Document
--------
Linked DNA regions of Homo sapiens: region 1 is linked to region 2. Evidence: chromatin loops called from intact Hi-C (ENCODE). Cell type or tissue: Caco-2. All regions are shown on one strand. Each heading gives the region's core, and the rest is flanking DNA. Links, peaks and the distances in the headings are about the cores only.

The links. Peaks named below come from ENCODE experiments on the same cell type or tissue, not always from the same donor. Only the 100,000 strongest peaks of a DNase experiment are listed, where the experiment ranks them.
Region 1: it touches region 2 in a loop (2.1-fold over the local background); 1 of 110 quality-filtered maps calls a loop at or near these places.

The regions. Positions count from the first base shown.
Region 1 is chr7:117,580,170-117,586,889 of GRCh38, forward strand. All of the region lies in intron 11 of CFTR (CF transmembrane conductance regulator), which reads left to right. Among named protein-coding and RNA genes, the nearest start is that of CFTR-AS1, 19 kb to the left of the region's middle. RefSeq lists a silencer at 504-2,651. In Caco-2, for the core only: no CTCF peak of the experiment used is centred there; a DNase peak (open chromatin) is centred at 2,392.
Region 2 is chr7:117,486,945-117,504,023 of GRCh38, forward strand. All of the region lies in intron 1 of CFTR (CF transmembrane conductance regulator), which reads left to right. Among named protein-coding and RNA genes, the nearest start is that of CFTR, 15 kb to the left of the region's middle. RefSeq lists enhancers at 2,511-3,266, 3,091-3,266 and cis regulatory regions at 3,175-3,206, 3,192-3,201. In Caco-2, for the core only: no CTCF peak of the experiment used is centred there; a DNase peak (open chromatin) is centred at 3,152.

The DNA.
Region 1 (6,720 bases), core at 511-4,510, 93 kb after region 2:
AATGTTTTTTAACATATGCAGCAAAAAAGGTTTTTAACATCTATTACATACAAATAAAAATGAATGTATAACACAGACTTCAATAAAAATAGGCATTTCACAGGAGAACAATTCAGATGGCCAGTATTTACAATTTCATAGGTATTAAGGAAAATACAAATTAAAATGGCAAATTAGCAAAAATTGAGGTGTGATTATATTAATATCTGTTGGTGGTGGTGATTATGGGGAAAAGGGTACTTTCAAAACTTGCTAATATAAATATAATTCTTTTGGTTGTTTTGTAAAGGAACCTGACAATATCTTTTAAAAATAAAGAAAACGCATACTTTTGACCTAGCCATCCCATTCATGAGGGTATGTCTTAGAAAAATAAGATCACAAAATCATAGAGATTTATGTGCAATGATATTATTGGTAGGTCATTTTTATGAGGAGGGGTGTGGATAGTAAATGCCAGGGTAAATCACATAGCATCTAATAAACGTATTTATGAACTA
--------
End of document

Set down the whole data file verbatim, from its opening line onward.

Linked DNA regions of Homo sapiens: region 1 is linked to region 2. Evidence: chromatin loops called from intact Hi-C (ENCODE). Cell type or tissue: Caco-2. All regions are shown on one strand. Each heading gives the region's core, and the rest is flanking DNA. Links, peaks and the distances in the headings are about the cores only.

The links. Peaks named below come from ENCODE experiments on the same cell type or tissue, not always from the same donor. Only the 100,000 strongest peaks of a DNase experiment are listed, where the experiment ranks them.
Region 1: it touches region 2 in a loop (2.1-fold over the local background); 1 of 110 quality-filtered maps calls a loop at or near these places.

The regions. Positions count from the first base shown.
Region 1 is chr7:117,580,170-117,586,889 of GRCh38, forward strand. All of the region lies in intron 11 of CFTR (CF transmembrane conductance regulator), which reads left to right. Among named protein-coding and RNA genes, the nearest start is that of CFTR-AS1, 19 kb to the left of the region's middle. RefSeq lists a silencer at 504-2,651. In Caco-2, for the core only: no CTCF peak of the experiment used is centred there; a DNase peak (open chromatin) is centred at 2,392.
Region 2 is chr7:117,486,945-117,504,023 of GRCh38, forward strand. All of the region lies in intron 1 of CFTR (CF transmembrane conductance regulator), which reads left to right. Among named protein-coding and RNA genes, the nearest start is that of CFTR, 15 kb to the left of the region's middle. RefSeq lists enhancers at 2,511-3,266, 3,091-3,266 and cis regulatory regions at 3,175-3,206, 3,192-3,201. In Caco-2, for the core only: no CTCF peak of the experiment used is centred there; a DNase peak (open chromatin) is centred at 3,152.

The DNA.
Region 1 (6,720 bases), core at 511-4,510, 93 kb after region 2:
AATGTTTTTTAACATATGCAGCAAAAAAGGTTTTTAACATCTATTACATACAAATAAAAATGAATGTATAACACAGACTTCAATAAAAATAGGCATTTCACAGGAGAACAATTCAGATGGCCAGTATTTACAATTTCATAGGTATTAAGGAAAATACAAATTAAAATGGCAAATTAGCAAAAATTGAGGTGTGATTATATTAATATCTGTTGGTGGTGGTGATTATGGGGAAAAGGGTACTTTCAAAACTTGCTAATATAAATATAATTCTTTTGGTTGTTTTGTAAAGGAACCTGACAATATCTTTTAAAAATAAAGAAAACGCATACTTTTGACCTAGCCATCCCATTCATGAGGGTATGTCTTAGAAAAATAAGATCACAAAATCATAGAGATTTATGTGCAATGATATTATTGGTAGGTCATTTTTATGAGGAGGGGTGTGGATAGTAAATGCCAGGGTAAATCACATAGCATCTAATAAACGTATTTATGAACTA